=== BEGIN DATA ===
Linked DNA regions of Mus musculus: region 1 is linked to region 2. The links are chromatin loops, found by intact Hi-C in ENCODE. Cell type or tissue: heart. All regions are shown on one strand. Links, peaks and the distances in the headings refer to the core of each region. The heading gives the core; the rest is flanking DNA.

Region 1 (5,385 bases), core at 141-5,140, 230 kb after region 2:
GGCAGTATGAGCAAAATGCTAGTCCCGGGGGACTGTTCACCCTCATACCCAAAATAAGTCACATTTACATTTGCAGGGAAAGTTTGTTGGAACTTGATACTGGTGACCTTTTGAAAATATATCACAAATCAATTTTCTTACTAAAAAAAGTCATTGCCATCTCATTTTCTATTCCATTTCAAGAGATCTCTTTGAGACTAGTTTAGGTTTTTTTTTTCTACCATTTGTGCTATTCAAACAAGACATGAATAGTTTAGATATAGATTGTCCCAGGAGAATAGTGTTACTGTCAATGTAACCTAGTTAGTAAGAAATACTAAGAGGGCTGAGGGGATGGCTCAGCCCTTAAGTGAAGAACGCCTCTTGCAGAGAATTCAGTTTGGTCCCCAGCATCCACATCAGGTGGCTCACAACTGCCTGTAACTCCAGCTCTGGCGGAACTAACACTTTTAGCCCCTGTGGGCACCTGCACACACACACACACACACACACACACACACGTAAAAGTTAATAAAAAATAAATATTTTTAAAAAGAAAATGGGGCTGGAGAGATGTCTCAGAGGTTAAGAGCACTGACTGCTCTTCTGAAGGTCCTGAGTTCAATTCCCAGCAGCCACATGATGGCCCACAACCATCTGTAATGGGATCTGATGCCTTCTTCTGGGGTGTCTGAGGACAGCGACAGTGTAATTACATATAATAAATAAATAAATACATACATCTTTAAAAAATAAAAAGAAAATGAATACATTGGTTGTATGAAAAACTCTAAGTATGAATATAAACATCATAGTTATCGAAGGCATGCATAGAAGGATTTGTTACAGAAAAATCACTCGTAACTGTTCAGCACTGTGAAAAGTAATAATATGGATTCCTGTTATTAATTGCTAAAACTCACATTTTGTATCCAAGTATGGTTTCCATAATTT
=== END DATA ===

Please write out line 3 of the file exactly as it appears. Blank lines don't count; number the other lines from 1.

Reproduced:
GGCAGTATGAGCAAAATGCTAGTCCCGGGGGACTGTTCACCCTCATACCCAAAATAAGTCACATTTACATTTGCAGGGAAAGTTTGTTGGAACTTGATACTGGTGACCTTTTGAAAATATATCACAAATCAATTTTCTTACTAAAAAAAGTCATTGCCATCTCATTTTCTATTCCATTTCAAGAGATCTCTTTGAGACTAGTTTAGGTTTTTTTTTTCTACCATTTGTGCTATTCAAACAAGACATGAATAGTTTAGATATAGATTGTCCCAGGAGAATAGTGTTACTGTCAATGTAACCTAGTTAGTAAGAAATACTAAGAGGGCTGAGGGGATGGCTCAGCCCTTAAGTGAAGAACGCCTCTTGCAGAGAATTCAGTTTGGTCCCCAGCATCCACATCAGGTGGCTCACAACTGCCTGTAACTCCAGCTCTGGCGGAACTAACACTTTTAGCCCCTGTGGGCACCTGCACACACACACACACACACACACACACACACGTAAAAGTTAATAAAAAATAAATATTTTTAAAAAGAAAATGGGGCTGGAGAGATGTCTCAGAGGTTAAGAGCACTGACTGCTCTTCTGAAGGTCCTGAGTTCAATTCCCAGCAGCCACATGATGGCCCACAACCATCTGTAATGGGATCTGATGCCTTCTTCTGGGGTGTCTGAGGACAGCGACAGTGTAATTACATATAATAAATAAATAAATACATACATCTTTAAAAAATAAAAAGAAAATGAATACATTGGTTGTATGAAAAACTCTAAGTATGAATATAAACATCATAGTTATCGAAGGCATGCATAGAAGGATTTGTTACAGAAAAATCACTCGTAACTGTTCAGCACTGTGAAAAGTAATAATATGGATTCCTGTTATTAATTGCTAAAACTCACATTTTGTATCCAAGTATGGTTTCCATAATTT